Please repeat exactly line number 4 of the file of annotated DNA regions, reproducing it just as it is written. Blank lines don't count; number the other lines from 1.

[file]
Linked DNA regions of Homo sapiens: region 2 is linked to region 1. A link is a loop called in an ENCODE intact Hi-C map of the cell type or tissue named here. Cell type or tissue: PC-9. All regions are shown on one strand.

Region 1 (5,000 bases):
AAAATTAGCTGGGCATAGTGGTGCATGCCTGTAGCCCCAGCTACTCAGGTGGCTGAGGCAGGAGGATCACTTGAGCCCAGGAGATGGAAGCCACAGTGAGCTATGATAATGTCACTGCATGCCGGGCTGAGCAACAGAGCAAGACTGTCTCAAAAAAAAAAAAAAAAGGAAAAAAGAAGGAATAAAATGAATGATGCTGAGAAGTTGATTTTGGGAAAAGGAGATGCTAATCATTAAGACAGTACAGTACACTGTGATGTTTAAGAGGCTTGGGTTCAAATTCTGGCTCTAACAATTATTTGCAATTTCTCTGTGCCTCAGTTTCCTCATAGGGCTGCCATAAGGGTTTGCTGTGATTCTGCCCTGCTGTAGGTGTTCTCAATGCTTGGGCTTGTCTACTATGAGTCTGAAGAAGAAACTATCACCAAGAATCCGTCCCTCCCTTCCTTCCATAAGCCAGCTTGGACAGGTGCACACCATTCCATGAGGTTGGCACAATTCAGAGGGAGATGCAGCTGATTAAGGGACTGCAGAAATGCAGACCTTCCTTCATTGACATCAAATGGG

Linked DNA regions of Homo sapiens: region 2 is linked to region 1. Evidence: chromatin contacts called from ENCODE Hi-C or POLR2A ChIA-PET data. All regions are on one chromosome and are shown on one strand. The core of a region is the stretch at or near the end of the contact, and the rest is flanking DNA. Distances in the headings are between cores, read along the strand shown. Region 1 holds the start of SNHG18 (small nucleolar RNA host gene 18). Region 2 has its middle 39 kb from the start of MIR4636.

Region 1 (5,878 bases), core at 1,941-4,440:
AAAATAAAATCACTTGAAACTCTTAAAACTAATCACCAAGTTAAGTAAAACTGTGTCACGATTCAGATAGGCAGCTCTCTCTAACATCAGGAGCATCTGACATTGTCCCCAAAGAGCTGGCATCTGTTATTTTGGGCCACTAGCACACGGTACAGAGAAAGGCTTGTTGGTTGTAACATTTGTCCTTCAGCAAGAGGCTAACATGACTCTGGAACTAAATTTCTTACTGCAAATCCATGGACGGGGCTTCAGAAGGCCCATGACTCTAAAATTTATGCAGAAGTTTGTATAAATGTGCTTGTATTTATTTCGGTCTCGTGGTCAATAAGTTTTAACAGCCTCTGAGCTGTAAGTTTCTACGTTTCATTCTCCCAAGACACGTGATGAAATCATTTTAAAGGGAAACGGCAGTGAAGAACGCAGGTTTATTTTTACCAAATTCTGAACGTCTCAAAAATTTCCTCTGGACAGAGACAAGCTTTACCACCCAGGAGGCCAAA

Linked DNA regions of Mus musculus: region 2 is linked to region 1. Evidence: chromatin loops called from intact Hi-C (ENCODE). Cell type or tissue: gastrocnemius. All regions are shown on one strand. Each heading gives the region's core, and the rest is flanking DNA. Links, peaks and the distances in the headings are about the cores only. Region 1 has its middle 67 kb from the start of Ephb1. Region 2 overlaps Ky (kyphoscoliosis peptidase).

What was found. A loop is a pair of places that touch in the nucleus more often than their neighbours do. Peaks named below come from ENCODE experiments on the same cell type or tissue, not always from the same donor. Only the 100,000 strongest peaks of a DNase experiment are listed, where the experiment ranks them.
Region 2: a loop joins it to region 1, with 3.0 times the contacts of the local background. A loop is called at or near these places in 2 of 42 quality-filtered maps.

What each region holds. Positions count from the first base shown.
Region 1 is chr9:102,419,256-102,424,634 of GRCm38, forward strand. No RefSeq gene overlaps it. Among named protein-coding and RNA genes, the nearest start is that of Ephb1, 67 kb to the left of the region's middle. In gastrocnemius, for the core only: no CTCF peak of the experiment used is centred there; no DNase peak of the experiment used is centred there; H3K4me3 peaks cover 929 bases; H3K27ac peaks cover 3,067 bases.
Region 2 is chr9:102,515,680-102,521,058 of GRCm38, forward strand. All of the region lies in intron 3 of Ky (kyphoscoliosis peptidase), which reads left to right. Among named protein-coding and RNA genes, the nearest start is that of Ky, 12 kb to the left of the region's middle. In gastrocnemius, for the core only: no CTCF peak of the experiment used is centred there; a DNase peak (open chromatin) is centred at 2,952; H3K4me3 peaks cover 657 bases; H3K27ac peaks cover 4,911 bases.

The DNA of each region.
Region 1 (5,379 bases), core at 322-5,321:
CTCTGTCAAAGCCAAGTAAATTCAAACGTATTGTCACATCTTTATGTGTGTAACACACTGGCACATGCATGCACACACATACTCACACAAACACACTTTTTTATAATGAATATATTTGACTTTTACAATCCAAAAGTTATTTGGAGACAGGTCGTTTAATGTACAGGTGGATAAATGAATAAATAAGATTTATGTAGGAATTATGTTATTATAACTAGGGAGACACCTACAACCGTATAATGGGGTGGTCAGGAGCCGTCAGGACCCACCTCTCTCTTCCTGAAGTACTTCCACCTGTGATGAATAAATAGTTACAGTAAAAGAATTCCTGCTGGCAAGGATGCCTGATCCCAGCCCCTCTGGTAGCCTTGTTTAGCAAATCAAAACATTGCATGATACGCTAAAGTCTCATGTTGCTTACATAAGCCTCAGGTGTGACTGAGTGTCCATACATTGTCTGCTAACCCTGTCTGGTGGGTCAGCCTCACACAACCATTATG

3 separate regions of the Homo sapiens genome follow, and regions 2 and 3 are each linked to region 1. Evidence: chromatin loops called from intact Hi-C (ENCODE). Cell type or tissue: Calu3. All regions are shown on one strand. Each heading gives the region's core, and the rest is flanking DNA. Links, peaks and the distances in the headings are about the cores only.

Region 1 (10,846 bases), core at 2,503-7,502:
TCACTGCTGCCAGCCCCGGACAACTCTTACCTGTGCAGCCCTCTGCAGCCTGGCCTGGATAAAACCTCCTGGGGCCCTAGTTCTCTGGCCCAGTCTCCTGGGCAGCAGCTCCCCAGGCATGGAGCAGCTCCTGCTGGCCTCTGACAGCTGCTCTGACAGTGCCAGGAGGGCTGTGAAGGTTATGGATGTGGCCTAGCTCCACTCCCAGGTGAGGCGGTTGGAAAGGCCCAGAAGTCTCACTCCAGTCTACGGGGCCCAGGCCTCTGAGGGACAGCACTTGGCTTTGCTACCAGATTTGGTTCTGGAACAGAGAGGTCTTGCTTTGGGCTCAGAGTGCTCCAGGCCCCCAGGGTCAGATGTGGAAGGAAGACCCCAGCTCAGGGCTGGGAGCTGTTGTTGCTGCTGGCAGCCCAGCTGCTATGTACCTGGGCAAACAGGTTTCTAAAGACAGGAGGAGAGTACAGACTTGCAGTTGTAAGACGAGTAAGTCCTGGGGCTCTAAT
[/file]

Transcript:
Linked DNA regions of Homo sapiens: region 2 is linked to region 1. Evidence: chromatin contacts called from ENCODE Hi-C or POLR2A ChIA-PET data. All regions are on one chromosome and are shown on one strand. The core of a region is the stretch at or near the end of the contact, and the rest is flanking DNA. Distances in the headings are between cores, read along the strand shown. Region 1 holds the start of SNHG18 (small nucleolar RNA host gene 18). Region 2 has its middle 39 kb from the start of MIR4636.